THE number of people sleeping rough in the town centre has hit an all time high according to a homeless charity.

Threshold Housing Link’s street outreach team has reported that they were aware of 20 rough sleepers on Wednesday night.

The figure, which was made up of people aged from 25-years-old to 58-years-old, is an increase on the maximum of 15 people found to be sleeping rough in the whole of January last year.

Three out of the 20 people recorded were women.

Threshold Housing Link’s operations director Phil Smith said: “In the 20 years that I have been working with homeless people and since 1998 when Threshold first developed its street outreach service I cannot recall rough sleeping like this.

“In the first month of this year our direct access hostel Culvery Court operated with a 99 per cent occupancy rate with empty beds on only 10 occasions.

“We refused access 33 times - 30 times because we were full.

“Our staff have handed out so many blankets and bedding, our stocks are once again running low. It is a worrying time with temperatures so low and many of the rough sleepers putting themselves at risk overnight.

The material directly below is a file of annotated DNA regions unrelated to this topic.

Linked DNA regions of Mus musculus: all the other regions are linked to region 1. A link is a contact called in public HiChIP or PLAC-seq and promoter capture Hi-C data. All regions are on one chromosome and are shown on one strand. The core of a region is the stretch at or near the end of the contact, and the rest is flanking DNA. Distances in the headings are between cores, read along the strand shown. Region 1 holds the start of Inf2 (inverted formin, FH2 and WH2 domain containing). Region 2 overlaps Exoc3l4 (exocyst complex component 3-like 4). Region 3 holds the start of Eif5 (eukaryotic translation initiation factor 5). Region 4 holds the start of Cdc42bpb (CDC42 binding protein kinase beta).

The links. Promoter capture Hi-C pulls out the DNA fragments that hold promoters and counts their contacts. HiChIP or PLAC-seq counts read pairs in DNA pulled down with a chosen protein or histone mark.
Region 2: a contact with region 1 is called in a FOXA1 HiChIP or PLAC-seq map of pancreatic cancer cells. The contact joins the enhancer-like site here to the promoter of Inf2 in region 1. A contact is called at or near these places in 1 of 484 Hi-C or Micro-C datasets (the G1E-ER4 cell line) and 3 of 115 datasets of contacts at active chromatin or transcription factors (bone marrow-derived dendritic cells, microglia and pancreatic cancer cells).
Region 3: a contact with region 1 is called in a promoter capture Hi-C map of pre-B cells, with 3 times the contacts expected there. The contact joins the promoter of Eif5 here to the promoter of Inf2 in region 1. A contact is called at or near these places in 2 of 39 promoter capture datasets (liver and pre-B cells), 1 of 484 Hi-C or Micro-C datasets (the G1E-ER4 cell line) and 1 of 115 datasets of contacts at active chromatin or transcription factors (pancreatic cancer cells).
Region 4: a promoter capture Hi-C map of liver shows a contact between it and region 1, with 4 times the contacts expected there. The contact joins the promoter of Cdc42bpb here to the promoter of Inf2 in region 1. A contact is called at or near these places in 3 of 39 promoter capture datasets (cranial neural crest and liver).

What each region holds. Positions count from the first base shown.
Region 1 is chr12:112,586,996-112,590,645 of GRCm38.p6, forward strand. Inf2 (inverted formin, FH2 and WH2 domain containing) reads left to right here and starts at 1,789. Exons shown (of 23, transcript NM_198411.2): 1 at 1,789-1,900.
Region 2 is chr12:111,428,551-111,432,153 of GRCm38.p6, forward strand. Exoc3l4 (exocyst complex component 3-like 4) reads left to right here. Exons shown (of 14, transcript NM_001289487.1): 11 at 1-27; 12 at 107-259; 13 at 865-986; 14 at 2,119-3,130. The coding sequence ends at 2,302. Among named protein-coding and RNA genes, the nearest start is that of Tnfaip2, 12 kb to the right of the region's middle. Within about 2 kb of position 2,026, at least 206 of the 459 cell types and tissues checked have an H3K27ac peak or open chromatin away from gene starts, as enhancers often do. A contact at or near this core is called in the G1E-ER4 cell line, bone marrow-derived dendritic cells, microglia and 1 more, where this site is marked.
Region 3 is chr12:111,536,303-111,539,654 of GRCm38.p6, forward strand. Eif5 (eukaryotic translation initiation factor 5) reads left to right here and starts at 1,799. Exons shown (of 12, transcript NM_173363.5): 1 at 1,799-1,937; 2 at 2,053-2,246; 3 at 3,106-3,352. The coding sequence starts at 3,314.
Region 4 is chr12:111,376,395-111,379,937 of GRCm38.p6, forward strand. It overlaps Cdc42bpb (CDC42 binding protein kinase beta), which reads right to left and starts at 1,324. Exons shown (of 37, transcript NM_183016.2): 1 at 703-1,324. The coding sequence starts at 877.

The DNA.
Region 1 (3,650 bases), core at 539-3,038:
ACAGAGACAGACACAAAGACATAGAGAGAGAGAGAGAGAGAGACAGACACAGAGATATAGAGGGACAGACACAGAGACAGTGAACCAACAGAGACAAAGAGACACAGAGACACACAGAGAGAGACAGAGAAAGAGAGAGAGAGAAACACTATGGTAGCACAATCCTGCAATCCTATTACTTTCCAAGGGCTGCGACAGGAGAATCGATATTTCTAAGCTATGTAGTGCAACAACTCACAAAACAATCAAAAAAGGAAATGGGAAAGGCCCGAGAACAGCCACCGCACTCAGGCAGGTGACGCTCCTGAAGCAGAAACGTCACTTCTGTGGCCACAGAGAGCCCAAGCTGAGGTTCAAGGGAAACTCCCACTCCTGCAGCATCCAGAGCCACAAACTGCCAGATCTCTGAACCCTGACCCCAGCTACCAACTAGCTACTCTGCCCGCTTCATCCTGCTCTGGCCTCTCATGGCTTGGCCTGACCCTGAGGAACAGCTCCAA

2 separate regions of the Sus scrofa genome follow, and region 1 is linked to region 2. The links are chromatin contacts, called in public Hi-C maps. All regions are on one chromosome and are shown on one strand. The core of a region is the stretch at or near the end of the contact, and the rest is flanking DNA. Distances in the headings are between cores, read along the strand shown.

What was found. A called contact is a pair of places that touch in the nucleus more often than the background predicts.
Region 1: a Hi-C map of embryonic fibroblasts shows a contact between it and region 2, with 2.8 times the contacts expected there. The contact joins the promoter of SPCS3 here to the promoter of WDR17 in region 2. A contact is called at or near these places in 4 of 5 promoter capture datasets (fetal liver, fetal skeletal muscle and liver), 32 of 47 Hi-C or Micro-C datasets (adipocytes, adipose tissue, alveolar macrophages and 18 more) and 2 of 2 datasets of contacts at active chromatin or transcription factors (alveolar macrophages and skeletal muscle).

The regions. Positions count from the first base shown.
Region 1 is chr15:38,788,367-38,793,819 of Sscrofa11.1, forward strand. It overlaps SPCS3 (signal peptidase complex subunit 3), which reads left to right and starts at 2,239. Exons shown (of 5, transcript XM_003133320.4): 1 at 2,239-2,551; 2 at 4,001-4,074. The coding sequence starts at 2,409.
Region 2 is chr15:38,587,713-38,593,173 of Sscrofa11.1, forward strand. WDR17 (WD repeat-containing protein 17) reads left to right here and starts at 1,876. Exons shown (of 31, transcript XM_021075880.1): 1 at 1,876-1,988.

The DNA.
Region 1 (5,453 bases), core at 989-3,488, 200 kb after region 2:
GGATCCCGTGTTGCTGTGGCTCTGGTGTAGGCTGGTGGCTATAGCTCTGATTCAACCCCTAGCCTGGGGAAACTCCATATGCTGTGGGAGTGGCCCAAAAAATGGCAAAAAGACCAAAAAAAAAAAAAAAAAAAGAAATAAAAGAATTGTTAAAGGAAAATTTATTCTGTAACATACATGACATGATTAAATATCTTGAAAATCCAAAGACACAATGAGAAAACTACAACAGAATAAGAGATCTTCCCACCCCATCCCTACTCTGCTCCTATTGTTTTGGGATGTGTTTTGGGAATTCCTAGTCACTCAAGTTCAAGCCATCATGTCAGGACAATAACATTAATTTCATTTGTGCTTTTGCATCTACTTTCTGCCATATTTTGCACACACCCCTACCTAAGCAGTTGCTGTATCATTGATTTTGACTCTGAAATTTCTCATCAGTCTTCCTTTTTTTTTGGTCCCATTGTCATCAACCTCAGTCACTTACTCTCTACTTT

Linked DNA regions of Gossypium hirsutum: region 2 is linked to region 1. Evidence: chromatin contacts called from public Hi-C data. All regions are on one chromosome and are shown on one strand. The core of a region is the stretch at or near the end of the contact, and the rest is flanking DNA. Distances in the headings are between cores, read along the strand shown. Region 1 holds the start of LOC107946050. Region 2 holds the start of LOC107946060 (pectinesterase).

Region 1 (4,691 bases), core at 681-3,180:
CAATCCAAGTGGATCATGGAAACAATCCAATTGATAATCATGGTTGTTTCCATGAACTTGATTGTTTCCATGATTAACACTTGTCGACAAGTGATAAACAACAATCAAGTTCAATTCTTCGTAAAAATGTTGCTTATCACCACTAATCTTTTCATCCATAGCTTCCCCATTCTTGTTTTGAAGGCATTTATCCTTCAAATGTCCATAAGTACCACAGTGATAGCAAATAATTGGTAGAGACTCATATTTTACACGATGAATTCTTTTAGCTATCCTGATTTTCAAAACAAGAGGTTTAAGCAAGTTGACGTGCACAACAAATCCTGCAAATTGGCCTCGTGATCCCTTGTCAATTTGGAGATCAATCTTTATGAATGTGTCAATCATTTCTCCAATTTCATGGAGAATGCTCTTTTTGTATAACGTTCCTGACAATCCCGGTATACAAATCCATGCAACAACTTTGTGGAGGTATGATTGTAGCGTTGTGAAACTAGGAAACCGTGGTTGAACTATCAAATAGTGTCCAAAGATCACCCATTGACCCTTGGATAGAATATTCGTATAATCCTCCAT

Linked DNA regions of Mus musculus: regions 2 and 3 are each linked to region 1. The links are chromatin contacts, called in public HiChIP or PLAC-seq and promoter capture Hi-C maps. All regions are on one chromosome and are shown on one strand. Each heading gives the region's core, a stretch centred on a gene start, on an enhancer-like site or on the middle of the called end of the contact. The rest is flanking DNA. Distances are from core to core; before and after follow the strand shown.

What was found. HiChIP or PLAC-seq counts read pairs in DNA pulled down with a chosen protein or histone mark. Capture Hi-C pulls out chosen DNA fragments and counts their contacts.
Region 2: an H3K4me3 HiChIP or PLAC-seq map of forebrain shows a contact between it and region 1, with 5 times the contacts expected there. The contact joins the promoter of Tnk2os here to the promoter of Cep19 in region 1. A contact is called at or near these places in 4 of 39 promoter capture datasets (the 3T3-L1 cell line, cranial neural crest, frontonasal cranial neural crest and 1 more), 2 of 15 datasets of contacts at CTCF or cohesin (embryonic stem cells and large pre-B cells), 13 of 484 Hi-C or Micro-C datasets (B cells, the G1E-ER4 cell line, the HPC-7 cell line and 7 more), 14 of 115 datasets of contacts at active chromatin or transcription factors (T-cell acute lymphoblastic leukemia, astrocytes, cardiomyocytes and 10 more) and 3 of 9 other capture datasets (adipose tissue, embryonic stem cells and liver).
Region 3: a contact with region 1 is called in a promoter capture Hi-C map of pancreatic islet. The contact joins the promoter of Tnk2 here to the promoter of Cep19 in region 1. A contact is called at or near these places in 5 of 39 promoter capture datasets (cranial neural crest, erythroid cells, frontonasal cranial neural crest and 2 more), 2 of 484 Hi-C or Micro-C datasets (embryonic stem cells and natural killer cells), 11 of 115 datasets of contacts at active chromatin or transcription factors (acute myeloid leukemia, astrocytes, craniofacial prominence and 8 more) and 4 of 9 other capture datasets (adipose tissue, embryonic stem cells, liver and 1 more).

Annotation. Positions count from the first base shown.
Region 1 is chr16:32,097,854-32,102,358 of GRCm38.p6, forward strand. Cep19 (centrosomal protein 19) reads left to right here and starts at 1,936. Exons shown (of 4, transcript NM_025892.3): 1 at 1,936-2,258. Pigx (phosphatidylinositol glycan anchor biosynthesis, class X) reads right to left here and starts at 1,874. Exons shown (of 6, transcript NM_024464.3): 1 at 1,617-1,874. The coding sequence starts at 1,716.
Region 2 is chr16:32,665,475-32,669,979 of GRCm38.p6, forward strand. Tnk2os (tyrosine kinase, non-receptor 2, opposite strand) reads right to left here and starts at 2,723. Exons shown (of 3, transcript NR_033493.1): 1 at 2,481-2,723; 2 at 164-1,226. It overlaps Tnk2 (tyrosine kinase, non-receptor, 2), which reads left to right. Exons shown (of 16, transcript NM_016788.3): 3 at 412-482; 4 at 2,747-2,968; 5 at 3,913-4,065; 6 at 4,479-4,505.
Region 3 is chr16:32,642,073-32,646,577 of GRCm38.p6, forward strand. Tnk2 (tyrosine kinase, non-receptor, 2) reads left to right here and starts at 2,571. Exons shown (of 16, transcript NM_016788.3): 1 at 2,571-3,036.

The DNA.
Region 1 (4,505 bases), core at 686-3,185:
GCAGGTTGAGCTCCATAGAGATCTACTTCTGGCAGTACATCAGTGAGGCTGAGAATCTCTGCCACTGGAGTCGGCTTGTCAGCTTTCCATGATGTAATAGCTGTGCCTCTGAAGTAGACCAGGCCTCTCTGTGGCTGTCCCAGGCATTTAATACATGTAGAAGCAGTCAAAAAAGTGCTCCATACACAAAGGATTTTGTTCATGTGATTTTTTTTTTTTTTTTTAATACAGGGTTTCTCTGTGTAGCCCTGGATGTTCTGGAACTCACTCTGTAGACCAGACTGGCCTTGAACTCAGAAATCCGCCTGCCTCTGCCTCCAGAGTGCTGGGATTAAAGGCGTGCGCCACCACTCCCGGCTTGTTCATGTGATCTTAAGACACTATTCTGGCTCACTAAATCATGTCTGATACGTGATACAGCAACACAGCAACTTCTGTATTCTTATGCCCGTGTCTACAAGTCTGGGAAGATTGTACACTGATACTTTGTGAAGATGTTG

“It is a difficult time for everyone: those who are homeless and those whose job it is to try and ensure their wellbeing.”

Temperatures dropped to four degrees on Wednesday night.

Threshold Housing Link chief executive, Cher Sawyer-Smith, said: “The outreach team do one to one work with them and ask why they are sleeping rough.

“It is usually because of addiction problems, accommodation issues or mental health.

“There needs to be pro-active work done out there to change that aspect of their life.

“The passive approach is to do nothing. We need to have a pro-active approach if we are going to change things.”

Phil added: “Street outreach is an essential element to getting people off the streets. Ultimately, provision of the right type of supported accommodation is what’s needed for these people who are often excluded from any hostel or bed and breakfast provision due to their addiction problems.

“Threshold’s street outreach service is the link between a caring society and those who are homeless and roofless in Swindon.

“Without our help these people are truly cast adrift.”

Sergeant Barry Reed, of the town centre neighbourhood policing team, said: “Our strategy is if there has been a complaint about a rough sleeper we will move them on. If we come across them on our patrols we will engage them and advise them on support and welfare.

“We appreciate people have certain circumstances for being there and we are looking at something more long-term in terms of offering that support and outreach.”